Date of Award


Document Type


Degree Name

Master of Social Work


School of Social Work

First Reader/Committee Chair

Lim, Caroline (Ph.D., MSW)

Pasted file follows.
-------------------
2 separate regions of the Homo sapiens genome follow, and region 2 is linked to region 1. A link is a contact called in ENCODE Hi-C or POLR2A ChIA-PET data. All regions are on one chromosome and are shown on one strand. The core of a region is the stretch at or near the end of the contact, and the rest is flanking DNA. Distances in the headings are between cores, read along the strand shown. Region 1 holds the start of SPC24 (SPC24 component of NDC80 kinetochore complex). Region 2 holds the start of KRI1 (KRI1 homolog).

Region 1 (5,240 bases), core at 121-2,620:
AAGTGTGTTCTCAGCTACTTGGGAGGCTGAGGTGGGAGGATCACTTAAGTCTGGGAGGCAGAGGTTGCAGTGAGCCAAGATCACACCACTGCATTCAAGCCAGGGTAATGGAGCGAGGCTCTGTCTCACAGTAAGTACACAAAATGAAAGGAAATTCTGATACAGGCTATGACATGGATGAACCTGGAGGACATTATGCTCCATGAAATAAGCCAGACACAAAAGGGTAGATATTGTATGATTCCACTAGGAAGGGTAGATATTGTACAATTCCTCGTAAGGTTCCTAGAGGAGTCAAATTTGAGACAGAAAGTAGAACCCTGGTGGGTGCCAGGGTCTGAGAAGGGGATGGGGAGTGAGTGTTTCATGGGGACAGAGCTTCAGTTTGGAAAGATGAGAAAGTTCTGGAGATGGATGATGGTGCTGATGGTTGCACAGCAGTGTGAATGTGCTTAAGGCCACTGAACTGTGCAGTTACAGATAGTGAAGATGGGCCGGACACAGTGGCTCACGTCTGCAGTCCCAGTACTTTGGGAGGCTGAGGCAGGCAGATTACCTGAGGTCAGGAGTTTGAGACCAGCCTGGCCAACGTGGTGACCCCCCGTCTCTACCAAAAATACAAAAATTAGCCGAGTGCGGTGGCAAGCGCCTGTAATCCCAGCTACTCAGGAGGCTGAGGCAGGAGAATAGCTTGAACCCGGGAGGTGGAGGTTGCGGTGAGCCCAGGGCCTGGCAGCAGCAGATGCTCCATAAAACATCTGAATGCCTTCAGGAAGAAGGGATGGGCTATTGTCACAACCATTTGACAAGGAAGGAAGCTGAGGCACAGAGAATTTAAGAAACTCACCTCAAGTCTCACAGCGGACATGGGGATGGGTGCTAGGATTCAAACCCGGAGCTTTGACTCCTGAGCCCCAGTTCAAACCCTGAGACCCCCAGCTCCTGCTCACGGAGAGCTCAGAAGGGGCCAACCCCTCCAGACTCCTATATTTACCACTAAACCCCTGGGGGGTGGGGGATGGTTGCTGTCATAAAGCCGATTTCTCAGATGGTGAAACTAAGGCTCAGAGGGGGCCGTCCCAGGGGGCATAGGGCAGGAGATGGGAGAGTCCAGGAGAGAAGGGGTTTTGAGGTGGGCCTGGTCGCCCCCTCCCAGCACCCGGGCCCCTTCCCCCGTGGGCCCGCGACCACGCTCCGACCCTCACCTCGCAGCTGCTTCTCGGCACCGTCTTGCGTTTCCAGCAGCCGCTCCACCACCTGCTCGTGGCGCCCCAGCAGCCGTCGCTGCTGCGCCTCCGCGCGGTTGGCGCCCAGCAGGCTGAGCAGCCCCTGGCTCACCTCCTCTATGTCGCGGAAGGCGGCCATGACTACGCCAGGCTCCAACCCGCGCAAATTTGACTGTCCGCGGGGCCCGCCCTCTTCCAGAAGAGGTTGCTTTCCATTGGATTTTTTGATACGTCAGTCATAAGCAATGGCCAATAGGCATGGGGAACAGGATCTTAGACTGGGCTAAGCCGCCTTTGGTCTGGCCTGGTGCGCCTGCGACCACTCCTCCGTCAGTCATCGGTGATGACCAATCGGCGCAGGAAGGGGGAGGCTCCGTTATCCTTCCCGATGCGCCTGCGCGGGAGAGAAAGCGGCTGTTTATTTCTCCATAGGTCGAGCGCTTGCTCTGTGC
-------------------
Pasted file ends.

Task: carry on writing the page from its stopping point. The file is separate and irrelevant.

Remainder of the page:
Background and Purpose: Homelessness among foster youths is so dire that understanding the impacts of homeless among this population is imperative. The aim of this study was to examine the nature of homeless using a subsample from the Inland Empire and to examine the effects of homeless on their functioning in the following domains: understanding and communication, mobility (getting around), self-care, getting along with others, life activities (work/school), and participation in society. Methods: This descriptive study used a cross-sectional design to gather quantitative data to examine the frequency, duration, and effects of homelessness. Participants were former foster youth between the ages of 18-24 recruited from the general population and a transitional housing program. Participants were recruited using nonprobability sampling. The data gathered was demographics along with the nature of homelessness measured by the number of homeless episodes and the duration of their homelessness as well as the effects of homelessness measured using the WHODAS 2.0 that examined six different domains of functioning. Descriptive statistics were derived to understand the sample, and correlation analyses were conducted to examine the relationship between these variables. Quantitative data was gathered using an online survey. Results: The participants in this study were foster youth who mostly attended community college and lived in a transitional housing program. The average time of homeless episodes in this sample was 2.4, with the average duration being 10.6 months. On average, participants did not report high levels of impairment except in the domain of participation in society. The findings from this study revealed that the frequency and duration of homelessness were not associated with participants’ functioning. Conclusion: Results suggest the need to examine other domains of functioning not assessed in this study. In addition, findings suggest the need to be more conscious of the psychological effect of homelessness on foster youths’ dignity and self-worth.